How the Cabinet Works

History of the Cabinet

President Abraham Lincoln reads the Emancipation Proclamation to his Cabinet in 1865. President Abraham Lincoln reads the Emancipation Proclamation to his Cabinet in 1865.
President Abraham Lincoln reads the Emancipation Proclamation, ending the practice of slavery in the U.S., to his Cabinet in 1865. Buyenlarge/Getty Images

The creation of the American Cabinet began during the Revolutionary period [Source: Hinsdale]. The first "constitution" of the United States was the Articles of Confederation, ratified in 1881. This document bound the 13 colonies together as a loosely held confederation with no real centralized authority. In that same year, the Continental Congress approved the creation of four departments essential to the function of the new government in wartime: the Department of Foreign Affairs, the Department of Finance, the Department of War and the Department of Marine. Under the Articles of Confederation, the heads of each department were chosen by (and answered to) Congress, not the executive [Source: Hinsdale].

It wasn't until the Constitution was ratified in 1789 and George Washington took office that the Cabinet took on its current form and function. As one of his first acts in office, Washington convinced Congress to create the Department of State, Department of Treasury and the Department of War. For his first Cabinet members and department heads, Washington chose his most loyal and competent advisers: Thomas Jefferson as Secretary of State, Alexander Hamilton as Secretary of the Treasury, and Henry Knox -- Washington's Major-General during the war -- as Secretary of War [source:]. Washington met frequently with his closest advisers and established the precedent for a presidential Cabinet that continues today.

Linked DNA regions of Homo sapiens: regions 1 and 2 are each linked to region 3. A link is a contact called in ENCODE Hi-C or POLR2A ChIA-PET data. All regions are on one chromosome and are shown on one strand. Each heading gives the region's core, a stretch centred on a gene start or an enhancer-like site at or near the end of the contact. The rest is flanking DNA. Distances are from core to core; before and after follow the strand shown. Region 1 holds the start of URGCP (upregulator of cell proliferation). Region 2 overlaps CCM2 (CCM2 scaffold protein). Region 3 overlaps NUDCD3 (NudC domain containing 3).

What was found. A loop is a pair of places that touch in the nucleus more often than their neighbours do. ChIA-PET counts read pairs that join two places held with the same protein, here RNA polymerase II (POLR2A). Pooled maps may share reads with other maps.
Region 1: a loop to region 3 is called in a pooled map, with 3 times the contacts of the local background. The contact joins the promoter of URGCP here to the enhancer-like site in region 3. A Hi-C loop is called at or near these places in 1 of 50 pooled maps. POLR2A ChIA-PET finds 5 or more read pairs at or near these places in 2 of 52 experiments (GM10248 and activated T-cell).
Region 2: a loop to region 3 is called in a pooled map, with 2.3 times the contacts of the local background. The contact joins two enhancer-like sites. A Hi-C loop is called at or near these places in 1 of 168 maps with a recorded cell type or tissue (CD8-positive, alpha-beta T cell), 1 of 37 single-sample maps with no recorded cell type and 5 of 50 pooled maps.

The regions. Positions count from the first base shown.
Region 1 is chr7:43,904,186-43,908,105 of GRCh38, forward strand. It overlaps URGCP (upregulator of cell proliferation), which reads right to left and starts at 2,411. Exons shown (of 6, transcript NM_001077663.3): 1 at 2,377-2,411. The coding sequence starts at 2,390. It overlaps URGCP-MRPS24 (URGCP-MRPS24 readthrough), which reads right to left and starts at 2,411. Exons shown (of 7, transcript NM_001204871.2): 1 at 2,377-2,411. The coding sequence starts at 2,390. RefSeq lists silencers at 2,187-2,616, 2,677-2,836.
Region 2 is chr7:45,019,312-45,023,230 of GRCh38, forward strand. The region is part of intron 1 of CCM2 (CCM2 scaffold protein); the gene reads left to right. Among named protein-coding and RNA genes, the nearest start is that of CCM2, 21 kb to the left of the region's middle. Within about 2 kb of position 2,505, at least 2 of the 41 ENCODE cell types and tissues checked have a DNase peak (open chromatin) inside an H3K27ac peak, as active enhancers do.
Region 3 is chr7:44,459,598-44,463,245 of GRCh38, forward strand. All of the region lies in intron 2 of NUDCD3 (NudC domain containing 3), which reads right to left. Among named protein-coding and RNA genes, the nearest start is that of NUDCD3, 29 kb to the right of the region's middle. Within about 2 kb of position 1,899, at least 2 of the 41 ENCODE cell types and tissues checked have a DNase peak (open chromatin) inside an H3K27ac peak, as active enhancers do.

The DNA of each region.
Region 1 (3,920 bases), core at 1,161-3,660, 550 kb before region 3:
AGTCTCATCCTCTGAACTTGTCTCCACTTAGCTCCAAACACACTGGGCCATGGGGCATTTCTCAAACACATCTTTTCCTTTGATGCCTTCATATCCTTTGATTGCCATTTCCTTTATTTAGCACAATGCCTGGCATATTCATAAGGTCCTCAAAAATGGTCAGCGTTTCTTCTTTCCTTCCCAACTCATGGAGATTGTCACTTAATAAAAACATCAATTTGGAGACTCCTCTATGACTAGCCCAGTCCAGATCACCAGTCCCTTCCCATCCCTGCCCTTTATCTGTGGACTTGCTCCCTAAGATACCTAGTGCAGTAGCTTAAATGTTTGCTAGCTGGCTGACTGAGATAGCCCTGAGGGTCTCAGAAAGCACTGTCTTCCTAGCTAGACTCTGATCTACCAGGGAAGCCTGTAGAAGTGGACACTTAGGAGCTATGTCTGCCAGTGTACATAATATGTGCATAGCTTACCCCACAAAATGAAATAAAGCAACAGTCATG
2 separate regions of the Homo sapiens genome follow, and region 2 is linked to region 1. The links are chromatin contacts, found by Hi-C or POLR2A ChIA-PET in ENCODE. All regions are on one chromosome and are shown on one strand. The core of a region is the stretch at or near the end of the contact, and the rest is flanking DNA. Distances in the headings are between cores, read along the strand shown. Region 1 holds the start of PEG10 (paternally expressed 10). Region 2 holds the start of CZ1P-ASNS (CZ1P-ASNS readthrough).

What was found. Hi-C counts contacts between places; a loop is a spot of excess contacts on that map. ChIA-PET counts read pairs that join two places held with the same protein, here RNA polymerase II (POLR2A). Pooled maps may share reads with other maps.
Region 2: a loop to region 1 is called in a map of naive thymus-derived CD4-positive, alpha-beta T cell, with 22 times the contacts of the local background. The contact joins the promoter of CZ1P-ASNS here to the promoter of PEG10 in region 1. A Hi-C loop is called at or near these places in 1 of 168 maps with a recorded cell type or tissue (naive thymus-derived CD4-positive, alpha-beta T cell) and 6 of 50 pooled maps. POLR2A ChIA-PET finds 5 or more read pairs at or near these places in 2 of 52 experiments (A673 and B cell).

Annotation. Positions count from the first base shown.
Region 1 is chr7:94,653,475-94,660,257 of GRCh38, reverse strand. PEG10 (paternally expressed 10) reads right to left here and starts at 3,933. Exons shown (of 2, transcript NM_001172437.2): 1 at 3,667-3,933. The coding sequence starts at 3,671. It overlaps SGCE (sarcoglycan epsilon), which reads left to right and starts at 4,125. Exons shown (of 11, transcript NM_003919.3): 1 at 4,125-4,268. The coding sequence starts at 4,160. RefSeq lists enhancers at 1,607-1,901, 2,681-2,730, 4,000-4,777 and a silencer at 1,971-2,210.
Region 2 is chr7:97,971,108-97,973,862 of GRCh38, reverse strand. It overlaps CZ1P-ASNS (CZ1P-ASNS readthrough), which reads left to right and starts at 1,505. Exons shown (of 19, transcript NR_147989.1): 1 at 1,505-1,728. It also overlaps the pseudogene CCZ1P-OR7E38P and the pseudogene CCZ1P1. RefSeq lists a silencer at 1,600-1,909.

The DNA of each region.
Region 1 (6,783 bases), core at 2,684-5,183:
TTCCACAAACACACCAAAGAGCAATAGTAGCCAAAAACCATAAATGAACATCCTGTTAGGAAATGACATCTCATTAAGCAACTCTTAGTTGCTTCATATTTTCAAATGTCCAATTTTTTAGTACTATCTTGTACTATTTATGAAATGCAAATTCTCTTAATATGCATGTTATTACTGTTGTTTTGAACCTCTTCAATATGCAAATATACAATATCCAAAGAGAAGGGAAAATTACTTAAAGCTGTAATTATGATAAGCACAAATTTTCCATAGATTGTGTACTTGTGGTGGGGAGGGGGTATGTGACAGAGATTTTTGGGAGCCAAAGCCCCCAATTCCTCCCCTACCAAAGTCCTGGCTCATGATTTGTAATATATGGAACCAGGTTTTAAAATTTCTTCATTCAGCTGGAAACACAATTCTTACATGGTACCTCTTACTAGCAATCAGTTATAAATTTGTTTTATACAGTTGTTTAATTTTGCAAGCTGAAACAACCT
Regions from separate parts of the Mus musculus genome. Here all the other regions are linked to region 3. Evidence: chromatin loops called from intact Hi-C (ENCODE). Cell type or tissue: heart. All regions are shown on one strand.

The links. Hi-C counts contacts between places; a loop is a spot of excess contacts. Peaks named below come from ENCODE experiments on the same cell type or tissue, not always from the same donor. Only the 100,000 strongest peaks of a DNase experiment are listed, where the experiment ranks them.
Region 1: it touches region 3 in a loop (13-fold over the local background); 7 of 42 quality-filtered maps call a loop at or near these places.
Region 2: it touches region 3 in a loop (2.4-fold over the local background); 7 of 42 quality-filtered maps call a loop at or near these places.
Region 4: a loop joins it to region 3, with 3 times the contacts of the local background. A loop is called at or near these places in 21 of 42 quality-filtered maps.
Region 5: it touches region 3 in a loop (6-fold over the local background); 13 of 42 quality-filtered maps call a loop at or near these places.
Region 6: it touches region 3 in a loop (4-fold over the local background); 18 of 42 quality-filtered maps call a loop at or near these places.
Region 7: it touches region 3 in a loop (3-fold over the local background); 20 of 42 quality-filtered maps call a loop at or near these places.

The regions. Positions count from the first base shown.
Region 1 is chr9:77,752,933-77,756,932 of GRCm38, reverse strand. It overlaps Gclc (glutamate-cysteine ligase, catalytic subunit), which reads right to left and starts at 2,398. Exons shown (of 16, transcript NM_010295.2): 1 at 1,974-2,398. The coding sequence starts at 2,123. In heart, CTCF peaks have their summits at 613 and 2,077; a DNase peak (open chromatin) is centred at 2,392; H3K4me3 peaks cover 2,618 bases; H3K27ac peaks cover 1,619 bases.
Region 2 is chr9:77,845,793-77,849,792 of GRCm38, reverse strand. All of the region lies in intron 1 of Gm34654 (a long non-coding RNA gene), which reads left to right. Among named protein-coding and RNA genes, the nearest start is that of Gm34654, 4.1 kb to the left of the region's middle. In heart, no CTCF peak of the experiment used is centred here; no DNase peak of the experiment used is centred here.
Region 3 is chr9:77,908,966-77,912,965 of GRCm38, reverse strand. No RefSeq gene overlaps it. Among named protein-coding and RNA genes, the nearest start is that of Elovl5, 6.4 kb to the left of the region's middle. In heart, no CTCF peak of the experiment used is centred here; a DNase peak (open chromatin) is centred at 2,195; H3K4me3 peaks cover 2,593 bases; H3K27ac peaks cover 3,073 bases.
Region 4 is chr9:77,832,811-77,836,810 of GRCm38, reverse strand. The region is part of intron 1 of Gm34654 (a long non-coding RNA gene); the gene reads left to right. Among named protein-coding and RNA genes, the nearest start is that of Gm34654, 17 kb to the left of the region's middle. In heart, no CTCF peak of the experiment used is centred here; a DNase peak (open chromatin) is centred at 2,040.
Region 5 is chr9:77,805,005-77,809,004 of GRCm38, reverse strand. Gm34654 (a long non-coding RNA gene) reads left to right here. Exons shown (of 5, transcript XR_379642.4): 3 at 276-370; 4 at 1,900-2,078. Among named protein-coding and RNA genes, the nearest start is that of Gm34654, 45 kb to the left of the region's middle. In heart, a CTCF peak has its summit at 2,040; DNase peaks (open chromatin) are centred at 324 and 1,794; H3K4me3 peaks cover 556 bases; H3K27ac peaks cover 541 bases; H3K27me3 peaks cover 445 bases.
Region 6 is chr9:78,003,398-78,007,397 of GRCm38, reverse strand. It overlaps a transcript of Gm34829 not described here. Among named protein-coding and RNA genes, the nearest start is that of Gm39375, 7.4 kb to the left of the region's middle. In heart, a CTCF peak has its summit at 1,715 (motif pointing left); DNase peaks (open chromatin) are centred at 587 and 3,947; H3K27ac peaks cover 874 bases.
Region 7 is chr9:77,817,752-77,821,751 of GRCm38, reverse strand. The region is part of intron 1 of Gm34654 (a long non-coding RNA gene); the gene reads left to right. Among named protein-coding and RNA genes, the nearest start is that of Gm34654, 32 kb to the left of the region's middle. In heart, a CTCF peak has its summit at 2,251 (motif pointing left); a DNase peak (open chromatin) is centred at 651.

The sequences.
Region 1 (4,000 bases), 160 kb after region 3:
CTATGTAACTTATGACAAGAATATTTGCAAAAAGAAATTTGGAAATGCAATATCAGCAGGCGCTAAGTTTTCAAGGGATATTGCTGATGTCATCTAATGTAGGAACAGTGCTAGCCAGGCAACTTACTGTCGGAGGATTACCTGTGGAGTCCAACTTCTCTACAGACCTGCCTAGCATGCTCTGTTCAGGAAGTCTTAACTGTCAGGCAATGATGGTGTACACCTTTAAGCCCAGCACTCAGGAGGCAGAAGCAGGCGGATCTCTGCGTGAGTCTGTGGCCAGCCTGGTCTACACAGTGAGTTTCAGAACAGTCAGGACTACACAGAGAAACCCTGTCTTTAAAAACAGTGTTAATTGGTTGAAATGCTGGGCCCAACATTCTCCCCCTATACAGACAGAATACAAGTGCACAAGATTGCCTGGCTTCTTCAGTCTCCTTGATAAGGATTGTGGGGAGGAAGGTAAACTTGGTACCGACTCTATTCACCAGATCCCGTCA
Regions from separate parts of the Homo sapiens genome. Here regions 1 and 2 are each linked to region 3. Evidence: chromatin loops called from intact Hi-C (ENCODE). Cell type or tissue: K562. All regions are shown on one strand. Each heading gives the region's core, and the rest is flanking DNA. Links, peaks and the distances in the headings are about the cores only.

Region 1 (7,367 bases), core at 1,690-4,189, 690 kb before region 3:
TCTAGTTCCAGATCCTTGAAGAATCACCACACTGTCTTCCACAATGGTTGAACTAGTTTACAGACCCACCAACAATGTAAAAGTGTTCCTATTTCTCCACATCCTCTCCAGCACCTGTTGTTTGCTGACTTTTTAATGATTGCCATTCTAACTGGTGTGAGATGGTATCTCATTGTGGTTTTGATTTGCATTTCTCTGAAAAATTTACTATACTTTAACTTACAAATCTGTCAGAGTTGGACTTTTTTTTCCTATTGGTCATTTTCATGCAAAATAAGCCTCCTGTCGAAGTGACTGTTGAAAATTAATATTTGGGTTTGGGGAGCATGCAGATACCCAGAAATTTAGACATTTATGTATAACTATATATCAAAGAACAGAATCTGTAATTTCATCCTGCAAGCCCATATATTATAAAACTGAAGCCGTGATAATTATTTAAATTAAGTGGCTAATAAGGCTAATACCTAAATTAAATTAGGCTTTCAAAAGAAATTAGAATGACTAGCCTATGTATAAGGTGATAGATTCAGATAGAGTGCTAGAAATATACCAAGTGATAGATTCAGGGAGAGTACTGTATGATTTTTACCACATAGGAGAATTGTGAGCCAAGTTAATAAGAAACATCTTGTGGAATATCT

Although the Senate plays a critical role in approving nominees to the Cabinet, it has traditionally respected the president's choice of his own advisers. Very few nominees have been rejected by the Senate, and almost none during periods when both the presidency and Congress were in the hands of the same party. In the 20th century, only two Cabinet nominees were rejected by the Senate (Lewis Strauss in 1959 and John Tower in 1989), both during periods of divided government [source:].

Next we'll look at one of the most important functions of the Cabinet: Cabinet meetings.